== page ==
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Re: Raspberry pi
« Reply #40 on: December 07, 2015, 10:20:39 PM »
Tip: if you're running Raspbian headless, SSH into it and run sudo raspi-config. Then configure it to boot straight to the command line. It should save you some overheads and make it do the server stuff better since it's not running X on boot.

Got ours booting from the command line but running VNC server. Particularly good for Little Madam, that.

Re: Raspberry pi
« Reply #41 on: December 08, 2015, 02:10:51 AM »
Yeah, VNC is nice too. I use it on my server when I can't be bothered to actually sit at the machine to do stuff (my server isn't headless like my Pi).

There's a package called x11vnc which you can install and then invoke during a SSH session if you don't want to have VNC server running all the time. I just SSH into the server, run x11vnc and leave the SSH terminal running while I connect to VNC using a client. As soon as you disconnect the VNC client the x11vnc server terminates.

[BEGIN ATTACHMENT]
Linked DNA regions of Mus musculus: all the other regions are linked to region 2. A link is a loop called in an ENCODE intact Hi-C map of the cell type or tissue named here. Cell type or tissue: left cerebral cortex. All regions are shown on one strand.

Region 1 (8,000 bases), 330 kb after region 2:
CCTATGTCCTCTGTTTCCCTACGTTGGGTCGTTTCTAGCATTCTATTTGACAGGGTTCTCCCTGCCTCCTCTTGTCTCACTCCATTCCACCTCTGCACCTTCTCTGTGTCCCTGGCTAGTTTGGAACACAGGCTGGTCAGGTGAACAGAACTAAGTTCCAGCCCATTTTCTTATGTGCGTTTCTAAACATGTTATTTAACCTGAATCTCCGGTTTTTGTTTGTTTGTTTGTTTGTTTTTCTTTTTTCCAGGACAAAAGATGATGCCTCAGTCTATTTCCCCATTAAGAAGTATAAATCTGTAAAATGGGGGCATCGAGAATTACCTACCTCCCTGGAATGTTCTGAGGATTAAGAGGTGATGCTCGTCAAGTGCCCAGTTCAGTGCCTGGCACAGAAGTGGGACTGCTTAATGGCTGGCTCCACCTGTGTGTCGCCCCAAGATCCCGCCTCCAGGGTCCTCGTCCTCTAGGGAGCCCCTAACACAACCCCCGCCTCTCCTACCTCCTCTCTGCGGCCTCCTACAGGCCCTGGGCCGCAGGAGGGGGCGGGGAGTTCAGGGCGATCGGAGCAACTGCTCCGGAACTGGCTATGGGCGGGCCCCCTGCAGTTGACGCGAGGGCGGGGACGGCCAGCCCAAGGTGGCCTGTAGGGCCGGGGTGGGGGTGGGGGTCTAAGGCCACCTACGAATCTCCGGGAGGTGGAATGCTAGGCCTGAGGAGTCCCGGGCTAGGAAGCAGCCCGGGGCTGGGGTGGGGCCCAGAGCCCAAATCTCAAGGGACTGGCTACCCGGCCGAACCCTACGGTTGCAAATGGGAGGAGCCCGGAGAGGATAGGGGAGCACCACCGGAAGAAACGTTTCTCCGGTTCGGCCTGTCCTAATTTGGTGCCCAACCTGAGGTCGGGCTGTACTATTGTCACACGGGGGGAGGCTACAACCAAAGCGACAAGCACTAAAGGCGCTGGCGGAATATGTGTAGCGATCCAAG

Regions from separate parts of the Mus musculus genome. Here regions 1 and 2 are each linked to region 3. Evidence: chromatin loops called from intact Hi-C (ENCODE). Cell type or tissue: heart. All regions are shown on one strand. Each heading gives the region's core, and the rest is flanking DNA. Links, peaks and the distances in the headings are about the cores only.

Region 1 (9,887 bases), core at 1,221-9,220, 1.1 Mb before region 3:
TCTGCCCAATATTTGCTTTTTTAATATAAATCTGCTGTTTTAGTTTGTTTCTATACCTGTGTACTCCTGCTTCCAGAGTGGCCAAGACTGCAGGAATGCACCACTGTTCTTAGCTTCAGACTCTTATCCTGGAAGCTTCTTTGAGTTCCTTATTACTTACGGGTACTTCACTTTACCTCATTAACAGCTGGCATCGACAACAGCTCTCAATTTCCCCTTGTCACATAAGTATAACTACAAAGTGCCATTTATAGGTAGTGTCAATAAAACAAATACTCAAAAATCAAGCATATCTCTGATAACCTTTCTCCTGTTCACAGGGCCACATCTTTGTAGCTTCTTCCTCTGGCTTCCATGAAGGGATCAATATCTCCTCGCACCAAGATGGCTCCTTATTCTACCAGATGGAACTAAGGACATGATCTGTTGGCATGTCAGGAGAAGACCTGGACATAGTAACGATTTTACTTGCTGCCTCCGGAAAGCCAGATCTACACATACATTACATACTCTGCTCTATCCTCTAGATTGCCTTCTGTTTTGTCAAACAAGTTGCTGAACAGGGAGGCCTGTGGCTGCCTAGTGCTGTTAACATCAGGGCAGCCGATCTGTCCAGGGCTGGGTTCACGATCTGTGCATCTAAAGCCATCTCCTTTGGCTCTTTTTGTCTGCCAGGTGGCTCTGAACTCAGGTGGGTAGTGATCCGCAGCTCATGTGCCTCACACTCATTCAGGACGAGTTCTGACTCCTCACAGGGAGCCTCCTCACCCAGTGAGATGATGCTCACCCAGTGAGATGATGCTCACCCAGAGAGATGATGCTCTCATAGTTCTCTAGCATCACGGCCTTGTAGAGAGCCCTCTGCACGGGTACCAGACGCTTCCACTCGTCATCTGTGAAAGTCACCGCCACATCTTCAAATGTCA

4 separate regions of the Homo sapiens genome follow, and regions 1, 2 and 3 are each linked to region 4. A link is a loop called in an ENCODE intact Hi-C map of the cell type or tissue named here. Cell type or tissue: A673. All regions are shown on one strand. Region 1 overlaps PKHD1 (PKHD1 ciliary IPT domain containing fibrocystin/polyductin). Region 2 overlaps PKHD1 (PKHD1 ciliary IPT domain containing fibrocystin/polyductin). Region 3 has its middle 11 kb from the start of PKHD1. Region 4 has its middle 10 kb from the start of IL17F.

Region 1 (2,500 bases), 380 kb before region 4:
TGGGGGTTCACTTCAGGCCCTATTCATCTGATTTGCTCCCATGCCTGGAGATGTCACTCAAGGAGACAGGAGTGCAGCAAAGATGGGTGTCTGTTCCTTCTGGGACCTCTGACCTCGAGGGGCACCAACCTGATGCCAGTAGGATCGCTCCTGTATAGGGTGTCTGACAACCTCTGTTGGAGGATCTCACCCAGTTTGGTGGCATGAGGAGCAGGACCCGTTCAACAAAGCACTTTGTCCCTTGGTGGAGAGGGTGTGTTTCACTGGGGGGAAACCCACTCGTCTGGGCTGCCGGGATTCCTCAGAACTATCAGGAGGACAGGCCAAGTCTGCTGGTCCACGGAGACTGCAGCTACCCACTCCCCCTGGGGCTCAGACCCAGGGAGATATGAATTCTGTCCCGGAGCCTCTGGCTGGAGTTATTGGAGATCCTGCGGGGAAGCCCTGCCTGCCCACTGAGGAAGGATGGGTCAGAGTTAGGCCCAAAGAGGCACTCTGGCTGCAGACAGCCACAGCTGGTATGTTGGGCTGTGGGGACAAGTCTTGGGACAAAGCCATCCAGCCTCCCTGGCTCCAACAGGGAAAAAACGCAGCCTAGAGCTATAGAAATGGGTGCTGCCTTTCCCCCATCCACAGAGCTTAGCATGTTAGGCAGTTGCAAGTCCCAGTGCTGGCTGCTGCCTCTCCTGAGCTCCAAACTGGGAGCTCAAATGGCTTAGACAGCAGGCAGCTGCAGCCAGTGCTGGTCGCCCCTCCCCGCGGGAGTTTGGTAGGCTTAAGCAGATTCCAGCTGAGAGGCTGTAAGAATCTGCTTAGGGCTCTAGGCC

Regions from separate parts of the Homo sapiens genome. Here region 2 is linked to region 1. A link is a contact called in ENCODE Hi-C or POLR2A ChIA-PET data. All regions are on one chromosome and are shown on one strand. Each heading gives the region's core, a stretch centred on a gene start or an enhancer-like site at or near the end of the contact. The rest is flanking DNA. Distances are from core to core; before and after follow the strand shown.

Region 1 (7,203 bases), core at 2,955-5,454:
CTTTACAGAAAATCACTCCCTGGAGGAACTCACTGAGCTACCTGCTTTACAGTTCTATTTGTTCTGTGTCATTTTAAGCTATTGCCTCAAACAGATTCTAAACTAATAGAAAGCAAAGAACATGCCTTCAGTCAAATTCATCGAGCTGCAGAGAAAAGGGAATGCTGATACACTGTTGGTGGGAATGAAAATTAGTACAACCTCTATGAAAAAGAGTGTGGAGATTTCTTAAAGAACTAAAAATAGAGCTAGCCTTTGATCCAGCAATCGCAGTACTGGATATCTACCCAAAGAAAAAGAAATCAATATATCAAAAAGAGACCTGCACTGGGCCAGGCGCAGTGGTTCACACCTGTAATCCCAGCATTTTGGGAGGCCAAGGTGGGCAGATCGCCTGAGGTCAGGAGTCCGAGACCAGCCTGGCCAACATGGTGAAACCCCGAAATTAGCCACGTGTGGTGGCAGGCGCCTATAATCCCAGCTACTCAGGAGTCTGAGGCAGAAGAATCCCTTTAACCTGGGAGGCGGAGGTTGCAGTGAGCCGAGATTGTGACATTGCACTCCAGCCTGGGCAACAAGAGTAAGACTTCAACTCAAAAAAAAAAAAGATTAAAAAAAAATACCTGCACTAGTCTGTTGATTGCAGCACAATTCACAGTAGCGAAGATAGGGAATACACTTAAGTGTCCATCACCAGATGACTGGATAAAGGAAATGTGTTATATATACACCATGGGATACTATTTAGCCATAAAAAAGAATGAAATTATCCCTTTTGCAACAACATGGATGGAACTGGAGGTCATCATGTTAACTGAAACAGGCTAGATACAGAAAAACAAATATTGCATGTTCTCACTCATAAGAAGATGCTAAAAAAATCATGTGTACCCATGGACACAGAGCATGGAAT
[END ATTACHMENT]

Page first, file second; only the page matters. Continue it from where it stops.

There's also forwarding X over SSH, which I tried when Blumf or MojoJojo mentioned it on here. It's mental. You open a graphical program from the command line on the host and it pops up in a window on the client instead of the host. Looks really weird when an XFCE window suddenly pops up in the middle of a GNOME session.

Re: Raspberry pi
« Reply #42 on: December 10, 2015, 04:44:51 AM »

doppelkorn

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Re: Raspberry pi
« Reply #43 on: July 14, 2016, 07:19:53 PM »
Moved from here, re. the Mini NES

I know it's no better than a Raspberry Pi Zero and an SD card with every game you could ever want for every retro system ever, but damn I want this.

Nintendo are the only company I have any sort of brand loyalty for. I never want to not support Nintendo. And it looks so cute!